This was a hard lesson to learn for me. I quickly found that attending the morning lectures was what helped me stay on track with the assignments. It kept me motivated throughout the day by making me feel as if I had a head start on the course. Interacting with the professors, tutors, and students by attending the classes physically was another huge benefit. Plus between the student union activities and the hidden gems in all the different department buildings, Chalmers keept me on my toes.

3. Focus equally on tutorials, lectures, and labs
In my previous experiences, the lectures were the most important part of the course. The tutorials and labs could be understood on my own as long as I followed the classes and was updated with the theory being discussed. However, education at Chalmers focuses heavily on the applications and problems related to the course topics.

Group of students in a lab, completing their projectsThis makes it important to not only know the problem well but also to solve it in the most efficient manner. And this is where the tutorials come in handy. They prepare you to tackle the various kinds of problems related to the theory and practice the different methods to solve them. The home assignments and extra discussions further help to broaden the understanding of the subject.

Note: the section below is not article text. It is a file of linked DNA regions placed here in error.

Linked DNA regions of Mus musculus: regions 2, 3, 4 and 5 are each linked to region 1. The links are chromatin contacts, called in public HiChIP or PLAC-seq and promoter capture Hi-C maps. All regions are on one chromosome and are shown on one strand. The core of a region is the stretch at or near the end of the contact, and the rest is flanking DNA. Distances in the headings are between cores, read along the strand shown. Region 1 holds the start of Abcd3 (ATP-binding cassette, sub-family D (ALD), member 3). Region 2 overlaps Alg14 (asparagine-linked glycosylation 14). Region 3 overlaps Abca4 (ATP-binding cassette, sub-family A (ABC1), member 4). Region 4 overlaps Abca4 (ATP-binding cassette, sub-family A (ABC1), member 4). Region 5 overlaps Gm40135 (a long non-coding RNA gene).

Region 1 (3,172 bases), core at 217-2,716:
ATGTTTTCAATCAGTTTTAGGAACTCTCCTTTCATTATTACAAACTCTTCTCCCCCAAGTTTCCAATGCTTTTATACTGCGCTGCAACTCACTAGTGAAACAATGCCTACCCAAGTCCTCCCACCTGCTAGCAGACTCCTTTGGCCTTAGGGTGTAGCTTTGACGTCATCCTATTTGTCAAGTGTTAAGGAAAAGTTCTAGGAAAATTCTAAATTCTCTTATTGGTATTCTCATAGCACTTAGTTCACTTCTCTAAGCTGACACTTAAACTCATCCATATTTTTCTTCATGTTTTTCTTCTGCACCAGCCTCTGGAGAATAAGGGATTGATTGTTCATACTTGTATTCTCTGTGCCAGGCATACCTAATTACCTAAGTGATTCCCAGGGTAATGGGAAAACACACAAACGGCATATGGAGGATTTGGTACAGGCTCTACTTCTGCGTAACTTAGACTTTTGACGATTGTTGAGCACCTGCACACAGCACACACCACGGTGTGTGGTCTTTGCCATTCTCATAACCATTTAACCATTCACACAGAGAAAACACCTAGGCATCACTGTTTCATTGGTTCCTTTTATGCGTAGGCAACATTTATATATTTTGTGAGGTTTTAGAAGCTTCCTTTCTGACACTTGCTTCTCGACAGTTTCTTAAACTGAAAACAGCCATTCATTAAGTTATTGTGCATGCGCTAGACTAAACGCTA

The lab sessions, on the other hand, provide an excellent opportunity to ask questions that are more related to the practical applications. They give a brief overview of the errors you may encounter in the real world, something that is not generally discussed in theory. Being alert during the labs and actively participating in the problem-solving helped me to deepen my understanding of the course and co-relate the topics covered across multiple courses.

4. Don’t panic
If there’s one thing I absolutely needed to hear during my first study period, it was this phrase. I am still relatively new to the way the courses are executed and graded at Chalmers. This made me very nervous during my first examination period.